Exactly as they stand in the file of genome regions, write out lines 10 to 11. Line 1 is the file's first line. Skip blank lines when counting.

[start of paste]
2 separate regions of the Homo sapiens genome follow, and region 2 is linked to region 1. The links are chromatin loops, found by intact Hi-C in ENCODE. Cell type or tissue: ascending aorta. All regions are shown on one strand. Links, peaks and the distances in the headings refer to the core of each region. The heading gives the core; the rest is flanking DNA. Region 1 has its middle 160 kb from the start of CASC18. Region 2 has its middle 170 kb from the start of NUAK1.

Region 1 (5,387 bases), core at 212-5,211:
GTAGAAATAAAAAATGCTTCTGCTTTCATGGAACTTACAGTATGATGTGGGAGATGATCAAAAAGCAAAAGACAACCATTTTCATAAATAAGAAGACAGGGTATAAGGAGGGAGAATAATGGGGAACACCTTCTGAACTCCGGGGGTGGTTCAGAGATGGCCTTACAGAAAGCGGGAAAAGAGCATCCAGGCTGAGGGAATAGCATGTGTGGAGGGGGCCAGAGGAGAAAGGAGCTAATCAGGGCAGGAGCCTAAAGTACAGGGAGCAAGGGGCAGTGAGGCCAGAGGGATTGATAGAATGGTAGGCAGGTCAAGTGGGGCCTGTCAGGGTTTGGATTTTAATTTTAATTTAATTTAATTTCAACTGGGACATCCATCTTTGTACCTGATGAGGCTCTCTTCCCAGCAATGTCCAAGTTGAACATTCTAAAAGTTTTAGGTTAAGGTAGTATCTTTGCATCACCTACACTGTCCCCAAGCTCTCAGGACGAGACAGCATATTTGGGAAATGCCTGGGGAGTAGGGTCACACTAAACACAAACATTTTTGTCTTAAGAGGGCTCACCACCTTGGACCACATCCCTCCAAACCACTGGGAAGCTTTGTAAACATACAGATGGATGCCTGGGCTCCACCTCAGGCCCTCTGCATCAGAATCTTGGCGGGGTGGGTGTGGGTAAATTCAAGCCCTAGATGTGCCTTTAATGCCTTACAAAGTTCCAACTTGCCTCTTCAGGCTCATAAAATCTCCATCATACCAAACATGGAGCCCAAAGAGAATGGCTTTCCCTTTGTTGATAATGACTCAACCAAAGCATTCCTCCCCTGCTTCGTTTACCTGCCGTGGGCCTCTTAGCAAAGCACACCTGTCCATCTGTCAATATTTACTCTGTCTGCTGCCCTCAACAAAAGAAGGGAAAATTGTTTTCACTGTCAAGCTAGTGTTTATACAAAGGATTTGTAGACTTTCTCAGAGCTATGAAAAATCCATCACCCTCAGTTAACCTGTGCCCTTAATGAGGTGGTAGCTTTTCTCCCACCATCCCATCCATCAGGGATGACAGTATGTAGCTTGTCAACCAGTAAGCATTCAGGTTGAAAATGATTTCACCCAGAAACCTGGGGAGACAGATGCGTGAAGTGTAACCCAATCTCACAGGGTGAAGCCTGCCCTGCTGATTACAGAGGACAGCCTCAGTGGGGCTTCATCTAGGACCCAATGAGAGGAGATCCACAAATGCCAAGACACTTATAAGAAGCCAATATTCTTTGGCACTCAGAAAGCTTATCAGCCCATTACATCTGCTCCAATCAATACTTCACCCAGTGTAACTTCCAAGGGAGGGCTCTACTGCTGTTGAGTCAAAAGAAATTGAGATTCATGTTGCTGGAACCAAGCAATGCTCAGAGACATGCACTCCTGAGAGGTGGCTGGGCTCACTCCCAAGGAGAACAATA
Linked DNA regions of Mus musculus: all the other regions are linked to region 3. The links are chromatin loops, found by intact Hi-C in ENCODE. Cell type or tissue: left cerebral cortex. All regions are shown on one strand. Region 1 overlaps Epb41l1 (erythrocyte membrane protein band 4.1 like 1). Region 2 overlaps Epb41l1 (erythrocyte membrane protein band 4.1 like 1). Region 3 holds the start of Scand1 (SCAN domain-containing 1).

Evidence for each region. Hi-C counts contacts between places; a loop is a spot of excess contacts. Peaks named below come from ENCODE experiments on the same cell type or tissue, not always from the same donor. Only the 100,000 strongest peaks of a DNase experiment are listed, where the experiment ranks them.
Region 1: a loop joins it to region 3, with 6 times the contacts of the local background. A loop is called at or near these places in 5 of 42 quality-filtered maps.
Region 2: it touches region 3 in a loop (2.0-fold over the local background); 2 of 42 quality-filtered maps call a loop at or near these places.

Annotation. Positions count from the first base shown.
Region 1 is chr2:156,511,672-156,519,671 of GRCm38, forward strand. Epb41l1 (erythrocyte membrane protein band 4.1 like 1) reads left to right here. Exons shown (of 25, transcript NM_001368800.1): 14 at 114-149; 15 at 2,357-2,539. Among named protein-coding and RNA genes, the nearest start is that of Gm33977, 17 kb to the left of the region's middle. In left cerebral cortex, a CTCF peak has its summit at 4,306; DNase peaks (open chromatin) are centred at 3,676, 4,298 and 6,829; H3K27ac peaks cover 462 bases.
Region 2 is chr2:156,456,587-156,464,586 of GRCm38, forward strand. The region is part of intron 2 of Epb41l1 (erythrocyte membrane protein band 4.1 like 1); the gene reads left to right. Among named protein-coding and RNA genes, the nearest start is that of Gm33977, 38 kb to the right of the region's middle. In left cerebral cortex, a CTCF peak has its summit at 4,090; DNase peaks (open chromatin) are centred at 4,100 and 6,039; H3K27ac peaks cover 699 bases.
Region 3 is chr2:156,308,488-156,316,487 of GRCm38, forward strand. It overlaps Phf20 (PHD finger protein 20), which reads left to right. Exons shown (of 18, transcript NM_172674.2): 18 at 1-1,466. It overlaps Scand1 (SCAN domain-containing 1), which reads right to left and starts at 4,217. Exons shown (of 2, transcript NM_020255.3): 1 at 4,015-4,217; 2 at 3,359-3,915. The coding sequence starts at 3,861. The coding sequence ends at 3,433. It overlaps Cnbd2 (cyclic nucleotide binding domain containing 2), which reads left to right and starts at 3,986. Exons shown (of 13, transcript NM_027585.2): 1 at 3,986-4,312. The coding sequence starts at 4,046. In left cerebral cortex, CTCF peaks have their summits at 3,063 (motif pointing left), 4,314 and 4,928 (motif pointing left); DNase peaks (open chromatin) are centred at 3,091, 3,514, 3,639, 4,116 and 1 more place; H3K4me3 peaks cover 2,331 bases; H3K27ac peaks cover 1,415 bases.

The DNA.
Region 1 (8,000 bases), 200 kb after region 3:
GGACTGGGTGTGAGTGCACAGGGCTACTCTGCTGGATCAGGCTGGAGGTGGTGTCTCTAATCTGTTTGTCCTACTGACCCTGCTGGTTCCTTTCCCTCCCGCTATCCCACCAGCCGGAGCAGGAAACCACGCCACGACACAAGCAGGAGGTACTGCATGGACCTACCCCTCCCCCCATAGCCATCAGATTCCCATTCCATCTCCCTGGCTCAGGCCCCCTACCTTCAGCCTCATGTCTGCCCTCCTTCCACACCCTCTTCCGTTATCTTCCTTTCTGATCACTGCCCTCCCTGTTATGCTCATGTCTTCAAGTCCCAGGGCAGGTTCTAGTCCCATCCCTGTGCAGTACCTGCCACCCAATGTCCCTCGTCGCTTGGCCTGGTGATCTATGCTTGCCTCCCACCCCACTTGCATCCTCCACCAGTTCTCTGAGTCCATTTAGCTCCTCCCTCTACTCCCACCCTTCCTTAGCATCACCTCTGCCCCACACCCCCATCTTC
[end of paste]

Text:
Region 2 is chr2:156,456,587-156,464,586 of GRCm38, forward strand. The region is part of intron 2 of Epb41l1 (erythrocyte membrane protein band 4.1 like 1); the gene reads left to right. Among named protein-coding and RNA genes, the nearest start is that of Gm33977, 38 kb to the right of the region's middle. In left cerebral cortex, a CTCF peak has its summit at 4,090; DNase peaks (open chromatin) are centred at 4,100 and 6,039; H3K27ac peaks cover 699 bases.
Region 3 is chr2:156,308,488-156,316,487 of GRCm38, forward strand. It overlaps Phf20 (PHD finger protein 20), which reads left to right. Exons shown (of 18, transcript NM_172674.2): 18 at 1-1,466. It overlaps Scand1 (SCAN domain-containing 1), which reads right to left and starts at 4,217. Exons shown (of 2, transcript NM_020255.3): 1 at 4,015-4,217; 2 at 3,359-3,915. The coding sequence starts at 3,861. The coding sequence ends at 3,433. It overlaps Cnbd2 (cyclic nucleotide binding domain containing 2), which reads left to right and starts at 3,986. Exons shown (of 13, transcript NM_027585.2): 1 at 3,986-4,312. The coding sequence starts at 4,046. In left cerebral cortex, CTCF peaks have their summits at 3,063 (motif pointing left), 4,314 and 4,928 (motif pointing left); DNase peaks (open chromatin) are centred at 3,091, 3,514, 3,639, 4,116 and 1 more place; H3K4me3 peaks cover 2,331 bases; H3K27ac peaks cover 1,415 bases.